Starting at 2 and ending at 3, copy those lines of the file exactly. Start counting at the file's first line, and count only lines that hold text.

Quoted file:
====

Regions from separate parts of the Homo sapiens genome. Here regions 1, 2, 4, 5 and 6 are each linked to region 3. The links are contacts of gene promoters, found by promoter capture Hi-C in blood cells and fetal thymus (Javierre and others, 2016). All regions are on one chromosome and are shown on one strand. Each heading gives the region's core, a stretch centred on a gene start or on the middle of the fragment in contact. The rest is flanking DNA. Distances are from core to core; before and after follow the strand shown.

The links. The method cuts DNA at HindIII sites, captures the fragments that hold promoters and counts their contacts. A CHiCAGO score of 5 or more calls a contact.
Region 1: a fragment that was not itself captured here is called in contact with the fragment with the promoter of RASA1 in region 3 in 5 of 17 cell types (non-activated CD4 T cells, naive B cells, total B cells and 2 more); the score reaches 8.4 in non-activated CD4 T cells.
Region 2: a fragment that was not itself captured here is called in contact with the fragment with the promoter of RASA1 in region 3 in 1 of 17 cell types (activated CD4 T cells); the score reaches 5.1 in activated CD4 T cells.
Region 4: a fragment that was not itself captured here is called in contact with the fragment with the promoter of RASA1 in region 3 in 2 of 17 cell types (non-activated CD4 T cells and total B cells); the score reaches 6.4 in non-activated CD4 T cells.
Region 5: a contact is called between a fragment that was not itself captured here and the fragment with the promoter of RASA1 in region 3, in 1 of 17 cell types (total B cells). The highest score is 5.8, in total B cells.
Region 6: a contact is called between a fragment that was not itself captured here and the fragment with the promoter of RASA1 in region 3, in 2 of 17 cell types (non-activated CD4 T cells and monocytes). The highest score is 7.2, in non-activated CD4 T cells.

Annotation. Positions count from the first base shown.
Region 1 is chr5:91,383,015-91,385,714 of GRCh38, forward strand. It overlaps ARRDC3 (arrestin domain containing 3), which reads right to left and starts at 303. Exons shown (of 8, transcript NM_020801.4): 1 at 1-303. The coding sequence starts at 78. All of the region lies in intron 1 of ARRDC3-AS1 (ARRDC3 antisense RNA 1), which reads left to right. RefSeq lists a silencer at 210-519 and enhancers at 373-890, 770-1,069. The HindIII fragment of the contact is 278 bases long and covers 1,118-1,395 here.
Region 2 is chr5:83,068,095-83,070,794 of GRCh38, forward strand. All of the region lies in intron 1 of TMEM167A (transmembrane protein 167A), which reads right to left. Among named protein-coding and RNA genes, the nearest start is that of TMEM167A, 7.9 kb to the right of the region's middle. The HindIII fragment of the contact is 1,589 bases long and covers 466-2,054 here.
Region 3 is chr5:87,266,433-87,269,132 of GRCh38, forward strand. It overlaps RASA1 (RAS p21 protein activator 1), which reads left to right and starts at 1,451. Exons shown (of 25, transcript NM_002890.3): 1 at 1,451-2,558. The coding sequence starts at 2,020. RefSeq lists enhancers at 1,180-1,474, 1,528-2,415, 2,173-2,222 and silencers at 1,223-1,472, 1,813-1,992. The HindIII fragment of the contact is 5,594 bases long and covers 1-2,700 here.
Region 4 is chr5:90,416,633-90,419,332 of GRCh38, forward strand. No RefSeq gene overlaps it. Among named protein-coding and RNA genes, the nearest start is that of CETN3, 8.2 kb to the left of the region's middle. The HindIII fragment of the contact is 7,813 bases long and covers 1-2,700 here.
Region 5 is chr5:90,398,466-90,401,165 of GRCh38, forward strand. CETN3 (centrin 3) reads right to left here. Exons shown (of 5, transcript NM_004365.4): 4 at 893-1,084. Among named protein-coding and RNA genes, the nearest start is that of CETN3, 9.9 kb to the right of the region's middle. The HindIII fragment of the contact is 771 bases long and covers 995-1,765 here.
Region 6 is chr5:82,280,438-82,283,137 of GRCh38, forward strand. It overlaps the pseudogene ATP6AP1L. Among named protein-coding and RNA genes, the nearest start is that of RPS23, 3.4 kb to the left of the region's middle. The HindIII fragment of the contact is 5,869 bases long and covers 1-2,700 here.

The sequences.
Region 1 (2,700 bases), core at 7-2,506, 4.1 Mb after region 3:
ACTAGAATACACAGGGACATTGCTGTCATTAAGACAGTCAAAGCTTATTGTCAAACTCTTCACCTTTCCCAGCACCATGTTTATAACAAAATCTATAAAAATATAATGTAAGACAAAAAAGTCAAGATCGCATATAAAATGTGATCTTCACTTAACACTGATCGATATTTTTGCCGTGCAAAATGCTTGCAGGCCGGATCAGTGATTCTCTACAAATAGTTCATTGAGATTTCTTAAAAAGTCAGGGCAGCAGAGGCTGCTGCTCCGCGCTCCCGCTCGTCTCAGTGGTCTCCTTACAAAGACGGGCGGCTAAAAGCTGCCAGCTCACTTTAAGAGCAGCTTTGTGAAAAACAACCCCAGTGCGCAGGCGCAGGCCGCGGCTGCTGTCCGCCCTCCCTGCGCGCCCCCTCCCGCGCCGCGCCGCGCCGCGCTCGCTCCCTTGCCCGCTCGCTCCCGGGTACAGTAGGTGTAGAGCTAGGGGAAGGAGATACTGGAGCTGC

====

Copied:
The links. The method cuts DNA at HindIII sites, captures the fragments that hold promoters and counts their contacts. A CHiCAGO score of 5 or more calls a contact.
Region 1: a fragment that was not itself captured here is called in contact with the fragment with the promoter of RASA1 in region 3 in 5 of 17 cell types (non-activated CD4 T cells, naive B cells, total B cells and 2 more); the score reaches 8.4 in non-activated CD4 T cells.